Now I will turn to shoddy reporting, courtesy of that fallen giant, the Washington Post. In two articles the Post demonstrates how it is becoming just another rag. In the first, the Dana Milbank discusses the differences between Bush and Kerry supporters. According to Milbank, Bush supporters are more enthusiastic because Bush caters to his base, while Kerry's supporters are less committed to him because a)Kerry is reaching to the middle, and b) Kerry is just a vehicle for anti-Bush sentiment. To be fair, there is some truth to this. But I wish Milbank wouldn't wait so long to point out that Bush's crowds are screened so that only supporters can attend. So it should be no surprise his audience is more enthusiastic. It would also be nice if Milbank noted that candidates that are consolidating their base in October are usually doomed candidates. I also think that after the first debate, much of the anti-Bush sentiment metastasized into pro-Kerry sentiment. Finally, I would dispute that there is any real difference at the moment between a moderate and liberal message, since liberals are mad about Bush policies, and so are swing voters, for very much the same reason: they are bad policies that have manifestly failed.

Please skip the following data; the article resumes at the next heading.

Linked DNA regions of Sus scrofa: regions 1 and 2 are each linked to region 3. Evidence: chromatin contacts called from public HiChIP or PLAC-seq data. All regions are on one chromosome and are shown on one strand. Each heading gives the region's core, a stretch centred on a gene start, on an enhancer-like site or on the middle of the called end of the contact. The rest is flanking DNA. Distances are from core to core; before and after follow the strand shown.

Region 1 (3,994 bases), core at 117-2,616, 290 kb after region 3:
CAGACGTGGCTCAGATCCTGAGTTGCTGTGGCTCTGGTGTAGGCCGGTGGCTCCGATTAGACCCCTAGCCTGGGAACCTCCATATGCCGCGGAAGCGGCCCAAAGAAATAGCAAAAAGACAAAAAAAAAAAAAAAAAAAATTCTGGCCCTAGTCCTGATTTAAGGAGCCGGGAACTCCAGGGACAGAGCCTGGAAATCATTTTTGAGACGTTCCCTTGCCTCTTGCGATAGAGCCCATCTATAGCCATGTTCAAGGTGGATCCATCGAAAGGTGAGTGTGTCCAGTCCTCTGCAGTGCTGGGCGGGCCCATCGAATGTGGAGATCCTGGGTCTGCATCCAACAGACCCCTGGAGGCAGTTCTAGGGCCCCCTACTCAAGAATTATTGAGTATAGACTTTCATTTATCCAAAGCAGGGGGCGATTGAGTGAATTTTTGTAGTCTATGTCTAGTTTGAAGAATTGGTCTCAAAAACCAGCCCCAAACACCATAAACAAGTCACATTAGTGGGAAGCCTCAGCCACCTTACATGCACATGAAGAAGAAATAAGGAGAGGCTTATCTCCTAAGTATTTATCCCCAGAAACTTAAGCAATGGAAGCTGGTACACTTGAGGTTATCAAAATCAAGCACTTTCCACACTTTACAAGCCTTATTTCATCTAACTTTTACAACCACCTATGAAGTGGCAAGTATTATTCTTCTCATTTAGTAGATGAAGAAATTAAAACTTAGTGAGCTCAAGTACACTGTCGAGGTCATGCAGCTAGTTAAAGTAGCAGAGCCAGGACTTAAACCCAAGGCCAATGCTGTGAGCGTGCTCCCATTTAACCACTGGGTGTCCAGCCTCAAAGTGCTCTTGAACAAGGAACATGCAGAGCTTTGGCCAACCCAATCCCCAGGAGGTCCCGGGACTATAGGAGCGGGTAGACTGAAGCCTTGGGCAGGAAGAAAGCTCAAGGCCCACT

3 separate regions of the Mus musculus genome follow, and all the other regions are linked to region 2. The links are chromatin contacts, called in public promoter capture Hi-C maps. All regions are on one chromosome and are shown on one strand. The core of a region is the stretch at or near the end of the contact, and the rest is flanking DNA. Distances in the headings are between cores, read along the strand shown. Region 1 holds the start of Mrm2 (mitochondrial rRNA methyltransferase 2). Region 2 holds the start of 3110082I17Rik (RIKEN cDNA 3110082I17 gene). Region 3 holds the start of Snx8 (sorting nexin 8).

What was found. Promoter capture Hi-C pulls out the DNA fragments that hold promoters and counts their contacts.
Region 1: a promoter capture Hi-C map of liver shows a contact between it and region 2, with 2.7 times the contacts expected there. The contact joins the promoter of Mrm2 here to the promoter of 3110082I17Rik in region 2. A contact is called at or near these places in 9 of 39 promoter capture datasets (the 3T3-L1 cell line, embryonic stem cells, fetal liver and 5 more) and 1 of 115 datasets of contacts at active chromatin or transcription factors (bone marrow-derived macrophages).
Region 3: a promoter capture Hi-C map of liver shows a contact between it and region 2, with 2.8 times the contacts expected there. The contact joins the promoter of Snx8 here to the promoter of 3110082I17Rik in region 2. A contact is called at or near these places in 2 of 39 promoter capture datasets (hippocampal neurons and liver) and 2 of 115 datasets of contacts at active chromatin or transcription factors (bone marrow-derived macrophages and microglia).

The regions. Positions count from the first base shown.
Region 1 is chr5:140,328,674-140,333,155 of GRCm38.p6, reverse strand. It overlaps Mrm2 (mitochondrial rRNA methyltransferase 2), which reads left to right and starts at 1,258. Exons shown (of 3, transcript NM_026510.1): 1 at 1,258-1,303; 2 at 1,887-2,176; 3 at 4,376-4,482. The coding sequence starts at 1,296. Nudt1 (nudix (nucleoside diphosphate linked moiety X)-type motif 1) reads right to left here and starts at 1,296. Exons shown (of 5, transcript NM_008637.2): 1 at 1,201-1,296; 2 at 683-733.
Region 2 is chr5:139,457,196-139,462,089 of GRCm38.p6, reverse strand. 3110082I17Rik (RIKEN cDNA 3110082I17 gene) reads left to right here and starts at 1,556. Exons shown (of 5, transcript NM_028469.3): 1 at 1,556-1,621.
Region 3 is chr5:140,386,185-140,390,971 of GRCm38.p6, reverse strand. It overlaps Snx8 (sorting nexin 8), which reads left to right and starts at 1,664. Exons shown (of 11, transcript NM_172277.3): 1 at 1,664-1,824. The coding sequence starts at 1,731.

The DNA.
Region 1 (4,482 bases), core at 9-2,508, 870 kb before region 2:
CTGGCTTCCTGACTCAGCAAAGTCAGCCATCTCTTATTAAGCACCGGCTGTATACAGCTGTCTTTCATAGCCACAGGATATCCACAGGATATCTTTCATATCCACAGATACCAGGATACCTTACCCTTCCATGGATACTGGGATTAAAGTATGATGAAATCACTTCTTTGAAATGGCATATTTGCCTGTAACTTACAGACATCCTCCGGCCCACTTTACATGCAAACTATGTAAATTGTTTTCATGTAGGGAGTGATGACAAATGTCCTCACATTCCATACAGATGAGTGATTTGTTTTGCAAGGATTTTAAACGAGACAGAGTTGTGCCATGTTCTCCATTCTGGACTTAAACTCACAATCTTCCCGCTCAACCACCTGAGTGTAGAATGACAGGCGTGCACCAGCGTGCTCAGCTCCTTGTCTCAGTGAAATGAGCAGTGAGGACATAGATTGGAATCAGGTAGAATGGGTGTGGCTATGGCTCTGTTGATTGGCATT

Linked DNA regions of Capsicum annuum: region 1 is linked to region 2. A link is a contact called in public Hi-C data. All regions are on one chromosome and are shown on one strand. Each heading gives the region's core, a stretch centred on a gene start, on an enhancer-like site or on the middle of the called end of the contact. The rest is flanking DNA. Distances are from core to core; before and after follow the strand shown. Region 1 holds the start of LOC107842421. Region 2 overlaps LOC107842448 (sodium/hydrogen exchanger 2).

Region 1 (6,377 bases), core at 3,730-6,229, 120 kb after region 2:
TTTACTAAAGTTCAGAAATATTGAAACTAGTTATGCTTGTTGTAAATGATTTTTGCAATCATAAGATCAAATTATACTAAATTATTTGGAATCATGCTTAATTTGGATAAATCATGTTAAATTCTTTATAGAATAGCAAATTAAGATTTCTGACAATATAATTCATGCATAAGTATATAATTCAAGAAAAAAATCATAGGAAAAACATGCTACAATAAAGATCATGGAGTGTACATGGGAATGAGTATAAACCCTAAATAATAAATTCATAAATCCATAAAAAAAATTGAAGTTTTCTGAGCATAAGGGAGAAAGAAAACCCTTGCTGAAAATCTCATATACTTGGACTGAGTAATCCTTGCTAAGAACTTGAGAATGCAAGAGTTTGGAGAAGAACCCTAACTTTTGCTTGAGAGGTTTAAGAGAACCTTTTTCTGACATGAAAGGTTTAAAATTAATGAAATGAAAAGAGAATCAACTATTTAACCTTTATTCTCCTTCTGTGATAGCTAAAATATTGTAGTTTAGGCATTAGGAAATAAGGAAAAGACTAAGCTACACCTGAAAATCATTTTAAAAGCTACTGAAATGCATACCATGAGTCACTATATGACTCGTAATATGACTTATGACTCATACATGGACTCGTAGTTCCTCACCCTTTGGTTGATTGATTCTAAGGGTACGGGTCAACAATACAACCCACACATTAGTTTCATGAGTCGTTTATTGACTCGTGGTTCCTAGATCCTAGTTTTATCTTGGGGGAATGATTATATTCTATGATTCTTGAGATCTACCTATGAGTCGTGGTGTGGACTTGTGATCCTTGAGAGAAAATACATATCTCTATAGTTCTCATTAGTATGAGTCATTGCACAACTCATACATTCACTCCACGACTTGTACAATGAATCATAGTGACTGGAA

Even more disappointing, but less overtly political, is the Post piece on people returning home to spend time with their kids (see see here). This is a classic "trend" piece familiar to anyone who has read Susan Faludi's Backlash. It notes a few isolated instances and personal interviews to suggest that American (women) are returning to 1950's mindset. There are two problems here. Now there may indeed have been a decline in work force participation by women, but I would guess it has more to do with the weak labor market than a return to the mythical golden age of 1955. And it is worthwhile to point out that the women didn't leave the home in the 1970's because they experiened a feminist converion. They got jobs because their husbands' wages has gone into decline. Given that middle incomes are not going up, this means that if women leave the work force, their family income goes down. This might be fine for high-income professionals that the Post article highlights, but it is disastrous for middle and working class families. A conservative might read this article with a fuzzy coccoon of nostalgia, but for someone raised by a single mother, this article reads like a bizarre mix of propaganda, insult, and upper class elite bias. But I don't know why I'm surprised- I have come to expect all these things from the Washington Post.